Release date: March 1, 2019

Rated: Bordering on Bypass it / 2.5 stars

Strange occurrences remind a psychologist of a horrific event from her past, and she must deal with the post-traumatic stress. As she does so, she turns to her faith for guidance and also goes with her instinct to confront the incidents. Seasoned author Ginny L. Yttrup tries her hand at the suspense genre in the well-meaning but ultimately unsuccessful novel Convergence.

Dr. Denilyn Rossi spends her days teaching and working on her latest book about psychology. At least, she’s trying to do both. Eight years earlier, after her book about cyberbullying hit the bestseller list, Deni became a celebrity and the victim of a stalker. She suffered a brutal attack but survived and has spent every day since healing both inside and out.

Despite undergoing a divorce and changing jobs from practicing psychologist to the head of the psychology department at a university, Deni managed to pull her life back together. The man who attacked her is behind bars, and she’s well-respected and well-liked by colleagues and students. All seems to be moving in a positive direction, except for the fact that Deni can’t shake the feeling that someone is following her again.

At first she thinks the sensation is brought on by the upcoming anniversary of her attack and that her convicted attacker is up for parole. As a psychologist, she knows that both events can cause post-traumatic stress disorder. But the more she pays attention to the feeling, the more she realizes she may not just be experiencing stress.

Her close friends encourage her to seek guidance from her faith in God, and Deni does. She also reminisces about her friend, Adelia Sanchez. Years ago, Deni, Adelia, and two other good friends led whitewater rafting expeditions, until an accident made them leave the water. Memories of Adelia, of her failed marriage, and the life-changing encounter with the man who stalked her follow Deni everywhere she goes these days.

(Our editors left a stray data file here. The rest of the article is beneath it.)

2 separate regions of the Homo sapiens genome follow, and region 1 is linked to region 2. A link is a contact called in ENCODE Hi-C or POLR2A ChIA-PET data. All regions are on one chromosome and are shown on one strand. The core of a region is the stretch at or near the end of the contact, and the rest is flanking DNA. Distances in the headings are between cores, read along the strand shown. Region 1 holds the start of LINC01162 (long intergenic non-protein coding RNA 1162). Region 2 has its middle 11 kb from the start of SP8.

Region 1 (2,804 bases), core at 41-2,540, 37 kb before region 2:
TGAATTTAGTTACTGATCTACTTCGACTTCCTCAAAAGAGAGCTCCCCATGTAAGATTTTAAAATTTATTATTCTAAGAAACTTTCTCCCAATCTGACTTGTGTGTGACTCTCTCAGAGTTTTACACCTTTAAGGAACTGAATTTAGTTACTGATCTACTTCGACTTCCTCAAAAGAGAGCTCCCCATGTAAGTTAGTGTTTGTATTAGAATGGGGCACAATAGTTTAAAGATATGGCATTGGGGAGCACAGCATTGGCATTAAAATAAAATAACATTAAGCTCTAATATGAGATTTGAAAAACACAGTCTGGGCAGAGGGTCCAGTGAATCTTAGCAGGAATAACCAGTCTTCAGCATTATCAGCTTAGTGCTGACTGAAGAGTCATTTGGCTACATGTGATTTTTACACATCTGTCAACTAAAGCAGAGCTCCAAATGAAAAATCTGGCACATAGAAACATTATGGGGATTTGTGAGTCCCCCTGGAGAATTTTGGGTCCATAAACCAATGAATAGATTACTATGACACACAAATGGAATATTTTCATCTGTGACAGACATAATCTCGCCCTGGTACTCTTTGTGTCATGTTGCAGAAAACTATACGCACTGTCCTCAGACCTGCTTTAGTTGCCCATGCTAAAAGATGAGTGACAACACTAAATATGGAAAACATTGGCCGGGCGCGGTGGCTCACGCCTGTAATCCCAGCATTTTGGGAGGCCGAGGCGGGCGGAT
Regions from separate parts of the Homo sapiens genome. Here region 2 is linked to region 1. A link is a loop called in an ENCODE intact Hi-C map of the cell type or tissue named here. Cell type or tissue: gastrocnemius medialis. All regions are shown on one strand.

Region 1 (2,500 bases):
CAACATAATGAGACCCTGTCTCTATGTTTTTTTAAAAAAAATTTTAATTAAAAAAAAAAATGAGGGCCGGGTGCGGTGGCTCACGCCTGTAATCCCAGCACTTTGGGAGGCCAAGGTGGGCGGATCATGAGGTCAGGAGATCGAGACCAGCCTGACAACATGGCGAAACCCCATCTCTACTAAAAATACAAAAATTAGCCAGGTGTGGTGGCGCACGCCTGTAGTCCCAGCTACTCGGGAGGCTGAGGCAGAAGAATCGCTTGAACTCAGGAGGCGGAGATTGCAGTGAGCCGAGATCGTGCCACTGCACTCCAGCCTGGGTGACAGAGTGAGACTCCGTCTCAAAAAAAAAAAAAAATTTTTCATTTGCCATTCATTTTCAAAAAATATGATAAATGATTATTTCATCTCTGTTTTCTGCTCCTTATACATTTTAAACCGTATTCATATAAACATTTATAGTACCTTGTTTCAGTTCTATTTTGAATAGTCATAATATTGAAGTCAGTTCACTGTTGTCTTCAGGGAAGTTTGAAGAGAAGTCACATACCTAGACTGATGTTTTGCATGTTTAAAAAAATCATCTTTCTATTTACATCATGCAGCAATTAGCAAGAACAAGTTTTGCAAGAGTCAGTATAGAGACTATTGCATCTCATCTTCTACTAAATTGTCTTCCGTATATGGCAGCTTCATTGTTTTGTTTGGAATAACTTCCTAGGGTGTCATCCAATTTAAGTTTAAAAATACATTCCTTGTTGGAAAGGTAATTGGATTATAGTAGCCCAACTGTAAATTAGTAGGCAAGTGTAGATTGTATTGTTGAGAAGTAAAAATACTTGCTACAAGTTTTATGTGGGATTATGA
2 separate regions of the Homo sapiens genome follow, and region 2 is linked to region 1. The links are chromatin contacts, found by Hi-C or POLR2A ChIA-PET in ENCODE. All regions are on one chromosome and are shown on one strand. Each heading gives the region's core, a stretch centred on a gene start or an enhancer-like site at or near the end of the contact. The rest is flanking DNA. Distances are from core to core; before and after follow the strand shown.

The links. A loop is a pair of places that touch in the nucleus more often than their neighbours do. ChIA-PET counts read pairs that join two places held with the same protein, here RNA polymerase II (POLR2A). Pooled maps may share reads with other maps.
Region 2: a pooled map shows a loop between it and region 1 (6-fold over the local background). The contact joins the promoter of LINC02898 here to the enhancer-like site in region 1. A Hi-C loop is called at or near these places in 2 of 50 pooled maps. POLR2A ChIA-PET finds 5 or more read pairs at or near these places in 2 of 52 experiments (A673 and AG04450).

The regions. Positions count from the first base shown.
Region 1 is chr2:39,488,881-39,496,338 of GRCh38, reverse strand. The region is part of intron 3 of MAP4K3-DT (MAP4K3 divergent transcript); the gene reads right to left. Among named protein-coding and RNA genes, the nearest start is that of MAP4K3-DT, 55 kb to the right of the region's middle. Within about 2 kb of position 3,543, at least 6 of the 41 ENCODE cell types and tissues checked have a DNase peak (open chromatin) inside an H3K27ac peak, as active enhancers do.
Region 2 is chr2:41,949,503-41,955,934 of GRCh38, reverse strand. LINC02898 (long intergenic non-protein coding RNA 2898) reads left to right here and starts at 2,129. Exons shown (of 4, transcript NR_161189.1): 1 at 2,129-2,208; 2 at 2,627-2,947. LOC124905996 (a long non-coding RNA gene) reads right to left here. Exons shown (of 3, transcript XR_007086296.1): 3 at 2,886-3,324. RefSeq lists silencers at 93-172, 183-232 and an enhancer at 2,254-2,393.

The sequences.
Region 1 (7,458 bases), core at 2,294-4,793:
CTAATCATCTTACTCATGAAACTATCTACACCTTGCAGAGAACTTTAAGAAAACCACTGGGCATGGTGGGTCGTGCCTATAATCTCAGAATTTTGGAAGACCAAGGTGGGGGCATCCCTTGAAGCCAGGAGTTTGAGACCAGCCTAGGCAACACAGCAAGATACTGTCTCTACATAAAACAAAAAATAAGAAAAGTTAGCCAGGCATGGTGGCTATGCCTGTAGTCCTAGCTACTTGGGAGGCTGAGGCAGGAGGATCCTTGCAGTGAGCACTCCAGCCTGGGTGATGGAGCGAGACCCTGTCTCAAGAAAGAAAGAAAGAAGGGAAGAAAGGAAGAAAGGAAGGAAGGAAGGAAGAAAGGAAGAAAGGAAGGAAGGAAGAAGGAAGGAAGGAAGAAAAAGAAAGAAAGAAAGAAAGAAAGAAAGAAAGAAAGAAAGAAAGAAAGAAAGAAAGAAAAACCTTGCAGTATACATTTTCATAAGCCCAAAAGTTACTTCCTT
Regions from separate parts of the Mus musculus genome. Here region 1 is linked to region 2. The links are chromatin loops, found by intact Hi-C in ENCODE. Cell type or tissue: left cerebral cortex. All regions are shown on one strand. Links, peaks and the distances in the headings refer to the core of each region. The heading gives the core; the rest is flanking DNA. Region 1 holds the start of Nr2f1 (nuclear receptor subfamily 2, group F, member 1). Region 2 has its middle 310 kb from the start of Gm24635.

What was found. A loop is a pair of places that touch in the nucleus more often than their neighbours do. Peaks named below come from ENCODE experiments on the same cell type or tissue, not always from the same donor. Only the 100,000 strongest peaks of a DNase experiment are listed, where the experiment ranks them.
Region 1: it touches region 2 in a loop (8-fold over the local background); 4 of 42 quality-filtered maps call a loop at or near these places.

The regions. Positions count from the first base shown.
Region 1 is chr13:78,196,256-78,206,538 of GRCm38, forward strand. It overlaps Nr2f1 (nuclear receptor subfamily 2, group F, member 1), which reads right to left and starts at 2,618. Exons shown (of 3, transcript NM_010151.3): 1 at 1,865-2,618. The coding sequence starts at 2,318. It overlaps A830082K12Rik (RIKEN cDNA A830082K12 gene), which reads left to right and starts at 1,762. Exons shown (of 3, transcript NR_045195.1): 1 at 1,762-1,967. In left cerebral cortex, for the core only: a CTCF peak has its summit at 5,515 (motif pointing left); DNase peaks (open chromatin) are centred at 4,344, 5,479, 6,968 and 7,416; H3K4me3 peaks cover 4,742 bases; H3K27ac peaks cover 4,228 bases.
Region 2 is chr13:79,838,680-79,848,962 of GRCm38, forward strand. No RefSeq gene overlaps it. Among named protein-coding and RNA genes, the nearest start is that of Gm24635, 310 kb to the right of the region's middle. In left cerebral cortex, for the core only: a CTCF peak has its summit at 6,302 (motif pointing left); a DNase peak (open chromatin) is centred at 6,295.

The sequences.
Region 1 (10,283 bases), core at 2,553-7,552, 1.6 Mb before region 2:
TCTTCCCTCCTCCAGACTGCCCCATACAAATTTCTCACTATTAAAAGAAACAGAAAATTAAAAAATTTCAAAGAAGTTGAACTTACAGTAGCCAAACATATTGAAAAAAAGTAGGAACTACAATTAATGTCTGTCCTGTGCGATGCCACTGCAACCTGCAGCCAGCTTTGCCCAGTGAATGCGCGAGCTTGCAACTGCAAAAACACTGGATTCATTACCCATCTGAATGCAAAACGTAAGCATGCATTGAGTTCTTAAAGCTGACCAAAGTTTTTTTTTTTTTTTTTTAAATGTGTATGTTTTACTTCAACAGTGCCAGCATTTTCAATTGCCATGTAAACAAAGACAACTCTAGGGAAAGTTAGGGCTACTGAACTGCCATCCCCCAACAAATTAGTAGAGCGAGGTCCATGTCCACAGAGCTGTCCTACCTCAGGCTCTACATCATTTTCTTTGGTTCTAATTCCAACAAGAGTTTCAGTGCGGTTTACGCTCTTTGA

Her faith provides her solace, true, but she also knows she can’t just sit back and wait for circumstances to play out on their own. She believes she’s following God’s will by creating her own solution. Deni just doesn’t know if this time she’ll succumb to the danger.

Author Ginny L. Yttrup delves into the genre of suspense for the first time, but unfortunately her debut leaves much to be desired. The story flips between Deni in the present day, Deni in the past in the weeks leading up to her attack, and Adelia. The constant ping-ponging between timelines and characters will leave readers confused at times, despite Yttrup starting each chapter with the date and the character speaking. Early on Yttrup establishes Deni as the protagonist; however, Adelia’s portions come later in time than Deni’s, and readers won’t know until the last third of the book why the story was structured this way.

Successful suspense books depend on bursts of information followed by bursts of action; in the case of Convergence, Yttrup has taken a more thoughtful approach. This allows for readers to get to know Deni and to understand how she depends on her faith to get her through difficult times. In and of itself, this portion of the writing works well. Framed by a larger story that tries to be a suspense/thriller novel, the more introspective portions of the book just stick out. They slow down the story, and many readers may get impatient.

Yttrup also errs when it comes to releasing information; the characters in the book often know much more than readers do. Characters discuss important events without naming them, and readers will have to infer much of the information for a long time before they’re given confirmation. The cloak-and-dagger device only works for so long; after the halfway mark, it becomes tedious, as does the book.

Fans of Yttrup’s other work may want to pick this one up. It does a respectful job of showing how a person’s faith works organically within his or her life. Strictly as a suspense or thriller, though, the novel doesn’t work at all. I believe Convergence Borders on Bypassing it.

Latest review: The Stone Girl’s Story by Sarah Beth Durst

By Ekta R. Garg

February 27, 2019

Genre: Middle grade fiction

Release date: April 3, 2018

Rated: Borrow it / 3 stars

A girl made must go on a journey away from the only home she’s ever known if she wants to save herself and her friends. Along the way she’ll encounter new people and creatures and learn the true story of her heritage. Author Sarah Beth Durst offers middle grade readers a sweet story that, unfortunately, drags in places in The Stone Girl’s Story.